This book is infuriating. At times, and in certain ways, at least. Or not the book, but some of the characters.
For example, the parents, especially the dad — are so fucking pathetic it makes me angry. He can’t even boil an egg for his kids’ breakfast when his wife’s away.
And throughout the early part you’re wondering why do they both love Lydia much more than their other two kids? Even before she dies, I mean?
Oh, yes it’s a dead girl story, did I mention that? Lydia is fridged in the first line, so it’s not a spoiler. It’s totally a fridging, though. That page tells you that the term means killing a female character ‘often as a plot device intended to move a male character’s story arc forward.’ Lydia’s death drives the whole plot, including the actions of her father and brother, so it definitely qualifies.
Her mother and little sister too, but that doesn’t lessen the truth of it.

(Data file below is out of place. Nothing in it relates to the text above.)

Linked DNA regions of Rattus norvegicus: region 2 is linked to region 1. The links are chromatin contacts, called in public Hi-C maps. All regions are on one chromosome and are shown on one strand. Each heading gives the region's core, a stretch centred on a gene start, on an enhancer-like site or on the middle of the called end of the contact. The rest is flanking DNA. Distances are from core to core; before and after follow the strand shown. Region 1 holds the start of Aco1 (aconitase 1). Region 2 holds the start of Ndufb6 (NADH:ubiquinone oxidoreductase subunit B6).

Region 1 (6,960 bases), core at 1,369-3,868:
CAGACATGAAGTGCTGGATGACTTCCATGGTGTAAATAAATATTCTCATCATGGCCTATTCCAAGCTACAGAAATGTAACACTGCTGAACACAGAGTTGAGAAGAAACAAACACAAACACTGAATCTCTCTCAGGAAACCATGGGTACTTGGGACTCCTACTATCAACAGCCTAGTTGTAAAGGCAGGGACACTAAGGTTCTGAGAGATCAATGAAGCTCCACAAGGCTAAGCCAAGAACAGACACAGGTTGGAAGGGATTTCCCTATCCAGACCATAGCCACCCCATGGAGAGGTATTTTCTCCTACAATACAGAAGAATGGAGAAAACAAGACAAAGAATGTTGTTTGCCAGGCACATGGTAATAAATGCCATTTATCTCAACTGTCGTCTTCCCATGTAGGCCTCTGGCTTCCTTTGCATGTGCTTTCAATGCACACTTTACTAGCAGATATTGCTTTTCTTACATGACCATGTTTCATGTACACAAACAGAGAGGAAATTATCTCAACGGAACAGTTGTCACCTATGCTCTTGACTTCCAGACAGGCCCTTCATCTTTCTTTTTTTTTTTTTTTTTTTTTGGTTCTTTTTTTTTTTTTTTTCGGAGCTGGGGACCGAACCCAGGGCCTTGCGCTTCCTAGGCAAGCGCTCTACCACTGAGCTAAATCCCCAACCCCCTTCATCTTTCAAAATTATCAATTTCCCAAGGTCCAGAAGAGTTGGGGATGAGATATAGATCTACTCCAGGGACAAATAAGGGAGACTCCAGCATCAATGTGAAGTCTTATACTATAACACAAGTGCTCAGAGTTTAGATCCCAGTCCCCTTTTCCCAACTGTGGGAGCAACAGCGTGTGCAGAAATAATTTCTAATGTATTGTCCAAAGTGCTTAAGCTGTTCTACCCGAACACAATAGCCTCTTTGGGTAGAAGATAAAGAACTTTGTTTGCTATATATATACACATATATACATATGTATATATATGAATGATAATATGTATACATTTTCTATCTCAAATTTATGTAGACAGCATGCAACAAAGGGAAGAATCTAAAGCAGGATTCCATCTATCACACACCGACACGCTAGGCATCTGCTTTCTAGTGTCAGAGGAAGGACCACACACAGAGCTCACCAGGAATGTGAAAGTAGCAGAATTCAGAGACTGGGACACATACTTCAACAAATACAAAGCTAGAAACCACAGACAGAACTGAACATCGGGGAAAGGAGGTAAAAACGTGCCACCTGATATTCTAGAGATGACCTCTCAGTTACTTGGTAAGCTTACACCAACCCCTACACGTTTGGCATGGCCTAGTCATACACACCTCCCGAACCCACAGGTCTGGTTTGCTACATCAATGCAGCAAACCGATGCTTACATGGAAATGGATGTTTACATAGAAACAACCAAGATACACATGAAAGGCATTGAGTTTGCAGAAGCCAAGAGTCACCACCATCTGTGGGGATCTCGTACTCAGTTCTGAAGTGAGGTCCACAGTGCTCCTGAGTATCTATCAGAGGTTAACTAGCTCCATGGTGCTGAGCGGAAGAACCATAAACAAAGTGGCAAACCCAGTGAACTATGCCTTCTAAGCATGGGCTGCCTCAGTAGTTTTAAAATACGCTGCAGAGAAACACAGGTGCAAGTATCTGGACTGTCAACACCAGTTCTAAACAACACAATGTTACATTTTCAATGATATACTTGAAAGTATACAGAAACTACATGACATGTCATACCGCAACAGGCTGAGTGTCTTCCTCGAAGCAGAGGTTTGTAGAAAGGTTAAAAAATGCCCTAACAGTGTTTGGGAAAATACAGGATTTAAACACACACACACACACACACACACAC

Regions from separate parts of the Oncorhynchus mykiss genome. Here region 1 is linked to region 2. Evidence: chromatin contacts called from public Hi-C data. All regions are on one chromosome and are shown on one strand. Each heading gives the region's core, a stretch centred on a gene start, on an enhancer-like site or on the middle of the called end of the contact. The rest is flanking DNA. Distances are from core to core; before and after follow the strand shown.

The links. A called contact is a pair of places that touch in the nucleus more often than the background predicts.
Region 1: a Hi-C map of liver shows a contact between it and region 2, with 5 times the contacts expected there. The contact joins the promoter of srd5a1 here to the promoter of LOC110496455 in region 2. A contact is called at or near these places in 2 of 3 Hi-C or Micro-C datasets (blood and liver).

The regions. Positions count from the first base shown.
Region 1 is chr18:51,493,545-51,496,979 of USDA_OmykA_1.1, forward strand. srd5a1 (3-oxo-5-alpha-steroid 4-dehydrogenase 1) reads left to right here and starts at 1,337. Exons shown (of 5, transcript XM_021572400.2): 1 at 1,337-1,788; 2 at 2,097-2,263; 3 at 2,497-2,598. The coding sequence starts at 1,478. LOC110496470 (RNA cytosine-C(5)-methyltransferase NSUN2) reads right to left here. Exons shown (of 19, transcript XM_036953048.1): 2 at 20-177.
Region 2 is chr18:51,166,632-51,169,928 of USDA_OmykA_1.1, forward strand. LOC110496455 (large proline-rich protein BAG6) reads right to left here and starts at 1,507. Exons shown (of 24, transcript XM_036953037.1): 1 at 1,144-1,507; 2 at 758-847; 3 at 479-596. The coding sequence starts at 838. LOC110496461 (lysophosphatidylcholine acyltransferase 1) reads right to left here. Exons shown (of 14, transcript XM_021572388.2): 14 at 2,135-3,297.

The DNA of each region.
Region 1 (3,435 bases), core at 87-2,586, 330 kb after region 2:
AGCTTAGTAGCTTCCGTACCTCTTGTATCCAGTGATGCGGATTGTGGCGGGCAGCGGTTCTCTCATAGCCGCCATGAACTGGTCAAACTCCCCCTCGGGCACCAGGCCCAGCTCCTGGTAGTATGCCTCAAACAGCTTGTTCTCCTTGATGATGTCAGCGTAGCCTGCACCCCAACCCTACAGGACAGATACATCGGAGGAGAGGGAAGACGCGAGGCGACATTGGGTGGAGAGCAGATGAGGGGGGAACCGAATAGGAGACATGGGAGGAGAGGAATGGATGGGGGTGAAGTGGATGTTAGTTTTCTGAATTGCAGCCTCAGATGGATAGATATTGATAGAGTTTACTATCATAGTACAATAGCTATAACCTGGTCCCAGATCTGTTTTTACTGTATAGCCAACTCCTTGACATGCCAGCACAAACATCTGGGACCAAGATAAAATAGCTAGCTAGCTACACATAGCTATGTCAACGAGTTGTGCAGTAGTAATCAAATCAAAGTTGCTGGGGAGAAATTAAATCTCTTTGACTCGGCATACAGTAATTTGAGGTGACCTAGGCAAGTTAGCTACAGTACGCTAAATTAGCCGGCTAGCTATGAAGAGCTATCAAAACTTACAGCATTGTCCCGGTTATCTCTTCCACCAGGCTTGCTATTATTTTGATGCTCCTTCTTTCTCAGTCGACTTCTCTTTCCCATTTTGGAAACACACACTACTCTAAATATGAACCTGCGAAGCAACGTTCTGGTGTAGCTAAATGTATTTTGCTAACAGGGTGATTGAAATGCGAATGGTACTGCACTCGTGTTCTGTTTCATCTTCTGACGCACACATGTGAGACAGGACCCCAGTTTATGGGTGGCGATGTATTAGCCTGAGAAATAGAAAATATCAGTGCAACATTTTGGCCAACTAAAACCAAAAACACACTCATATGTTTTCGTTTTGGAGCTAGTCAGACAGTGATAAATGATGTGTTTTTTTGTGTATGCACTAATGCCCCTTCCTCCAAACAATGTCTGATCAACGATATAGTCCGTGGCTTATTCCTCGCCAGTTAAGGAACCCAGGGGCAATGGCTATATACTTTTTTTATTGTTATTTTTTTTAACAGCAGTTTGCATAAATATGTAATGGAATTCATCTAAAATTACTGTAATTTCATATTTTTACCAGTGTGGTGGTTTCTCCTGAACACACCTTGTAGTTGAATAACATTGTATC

It’s a very good exposition of a family with secrets at its heart. Though in the case of some of the secrets, there’s no very good reason for the person to keep them secret. A lot of problems could have been avoided — including, probably, the death of Lydia — if people had just talked to each other. That’s part of what’s so infuriating about it at times.
But maybe that — the difficulties people, families, have in communicating — is the point.
I also wondered why she chose to set it in the time she does. The present day parts are in 1977-8. I think it’s so that she can write about the particular immigrant experience she does: second and third generation Chinese immigrants to the US.
I picked this up because one of my tutors recommended it to me, due to its use of an omniscient narrator. I’m trying something similar with something I’m working on at the moment. This article in the New York Times practically credits Ng with bringing omniscient narration back into fashion. I don’t feel that it ever really went away, but maybe it has remained more common in SF than in literary fiction. Though as I write that I’m not sure I could cite an example from recent SF either, so maybe I’m wrong.
Here’s a good article by Ng herself about her decision to use the device. It’s been useful to me, anyway. And I actually enjoyed the book, aside from being annoyed at times.